Date of Award

5-1-2017

Degree Name

Doctor of Philosophy

Department

Business Administration

First Advisor

O'Donnell, Ed

Abstract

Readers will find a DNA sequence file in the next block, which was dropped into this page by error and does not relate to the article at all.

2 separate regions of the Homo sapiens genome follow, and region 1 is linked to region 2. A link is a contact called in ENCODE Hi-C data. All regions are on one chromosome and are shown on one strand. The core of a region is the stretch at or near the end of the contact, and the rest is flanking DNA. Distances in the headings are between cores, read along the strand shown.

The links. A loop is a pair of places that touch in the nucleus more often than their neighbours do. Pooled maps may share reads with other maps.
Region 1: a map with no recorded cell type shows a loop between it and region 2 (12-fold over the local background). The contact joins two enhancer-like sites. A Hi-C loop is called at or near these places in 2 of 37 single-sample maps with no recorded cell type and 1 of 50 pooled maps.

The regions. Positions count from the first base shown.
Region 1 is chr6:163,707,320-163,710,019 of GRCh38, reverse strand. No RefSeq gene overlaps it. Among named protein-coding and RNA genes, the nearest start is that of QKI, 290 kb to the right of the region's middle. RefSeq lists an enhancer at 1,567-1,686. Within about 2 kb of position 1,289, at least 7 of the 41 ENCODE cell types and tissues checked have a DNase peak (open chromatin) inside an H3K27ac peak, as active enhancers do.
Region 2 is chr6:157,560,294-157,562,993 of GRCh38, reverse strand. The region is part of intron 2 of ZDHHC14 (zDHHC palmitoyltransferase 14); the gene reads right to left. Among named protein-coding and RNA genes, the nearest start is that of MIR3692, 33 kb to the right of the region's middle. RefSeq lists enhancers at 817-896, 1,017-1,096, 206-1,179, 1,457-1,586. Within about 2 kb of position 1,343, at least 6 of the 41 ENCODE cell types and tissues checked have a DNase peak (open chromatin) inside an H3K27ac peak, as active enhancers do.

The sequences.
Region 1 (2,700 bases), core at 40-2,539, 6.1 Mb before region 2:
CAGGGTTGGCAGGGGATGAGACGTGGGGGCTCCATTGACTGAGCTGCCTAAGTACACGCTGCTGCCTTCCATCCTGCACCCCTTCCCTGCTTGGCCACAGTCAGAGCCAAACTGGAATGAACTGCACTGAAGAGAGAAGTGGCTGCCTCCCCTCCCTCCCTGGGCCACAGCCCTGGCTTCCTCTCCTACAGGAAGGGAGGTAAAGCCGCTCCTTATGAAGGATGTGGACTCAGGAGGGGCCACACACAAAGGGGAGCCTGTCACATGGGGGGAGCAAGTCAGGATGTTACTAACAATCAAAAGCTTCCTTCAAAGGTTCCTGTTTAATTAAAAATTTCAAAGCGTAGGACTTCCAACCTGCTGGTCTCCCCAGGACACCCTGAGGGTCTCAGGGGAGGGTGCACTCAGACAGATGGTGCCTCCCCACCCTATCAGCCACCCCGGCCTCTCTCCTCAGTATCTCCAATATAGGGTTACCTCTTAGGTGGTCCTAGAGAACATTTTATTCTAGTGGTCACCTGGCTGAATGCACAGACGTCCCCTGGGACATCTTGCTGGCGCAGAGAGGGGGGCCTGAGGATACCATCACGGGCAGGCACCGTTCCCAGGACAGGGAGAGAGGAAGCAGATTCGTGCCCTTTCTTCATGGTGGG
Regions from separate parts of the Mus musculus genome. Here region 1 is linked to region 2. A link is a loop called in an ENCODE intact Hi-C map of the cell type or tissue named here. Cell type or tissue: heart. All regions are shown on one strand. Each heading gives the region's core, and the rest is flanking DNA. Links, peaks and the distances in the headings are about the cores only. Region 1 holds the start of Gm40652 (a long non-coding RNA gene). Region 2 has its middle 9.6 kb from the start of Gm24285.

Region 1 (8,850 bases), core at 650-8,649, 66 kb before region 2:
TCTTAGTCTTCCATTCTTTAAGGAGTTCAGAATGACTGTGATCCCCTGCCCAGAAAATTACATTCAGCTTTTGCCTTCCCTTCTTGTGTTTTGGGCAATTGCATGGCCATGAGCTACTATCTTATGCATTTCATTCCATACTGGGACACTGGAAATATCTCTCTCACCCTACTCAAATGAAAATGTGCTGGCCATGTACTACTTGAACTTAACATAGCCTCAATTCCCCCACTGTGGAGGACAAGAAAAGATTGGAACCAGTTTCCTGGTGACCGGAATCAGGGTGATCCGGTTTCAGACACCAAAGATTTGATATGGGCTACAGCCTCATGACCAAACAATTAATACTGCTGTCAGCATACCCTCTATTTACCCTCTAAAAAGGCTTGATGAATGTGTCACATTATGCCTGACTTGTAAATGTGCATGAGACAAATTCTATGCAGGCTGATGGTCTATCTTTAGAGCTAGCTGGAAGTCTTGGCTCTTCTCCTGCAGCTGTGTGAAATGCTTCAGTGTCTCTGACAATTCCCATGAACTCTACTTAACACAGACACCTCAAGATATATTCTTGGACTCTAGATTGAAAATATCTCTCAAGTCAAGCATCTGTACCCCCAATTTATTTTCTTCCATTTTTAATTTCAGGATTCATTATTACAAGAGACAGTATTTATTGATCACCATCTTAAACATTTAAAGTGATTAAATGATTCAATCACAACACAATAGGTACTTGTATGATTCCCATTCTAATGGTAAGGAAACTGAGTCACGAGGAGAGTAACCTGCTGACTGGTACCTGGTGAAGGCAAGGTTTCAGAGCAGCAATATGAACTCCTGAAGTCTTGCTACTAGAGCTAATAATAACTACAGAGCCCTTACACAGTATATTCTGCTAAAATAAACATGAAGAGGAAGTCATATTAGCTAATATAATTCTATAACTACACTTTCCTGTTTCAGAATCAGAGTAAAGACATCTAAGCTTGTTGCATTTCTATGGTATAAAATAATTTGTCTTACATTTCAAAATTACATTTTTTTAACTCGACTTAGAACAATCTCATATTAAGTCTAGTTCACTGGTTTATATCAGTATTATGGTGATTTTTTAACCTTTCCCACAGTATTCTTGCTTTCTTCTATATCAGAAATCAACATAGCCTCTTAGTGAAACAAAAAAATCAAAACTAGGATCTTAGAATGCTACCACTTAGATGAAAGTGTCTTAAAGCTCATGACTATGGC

Recent accounting research has indicated that not only do auditors form relational bonds with their clients, but they also tend to acquiesce to their client’s perspective because of that bond. As a result, professional skepticism is often compromised. Accounting research has suggested auditor rotation as a potential solution with mixed results. This may be explained by psychology research showing how quickly bonds can form. Using Social Identity Theory, I predict and find that increasing accountability as operationalized by increasing the salience of any potential client bond before the auditor makes an audit judgment can mitigate the impact of this bond on the auditor’s likelihood to acquiesce to the client’s point of view. This accountability mitigation could be implemented in practice regardless of auditor tenure or auditor rotation. This research provides an intervention that helps to maintain auditor independence while being both cost-effective and practical as it does not require the auditor to discontinue working at their client’s office.

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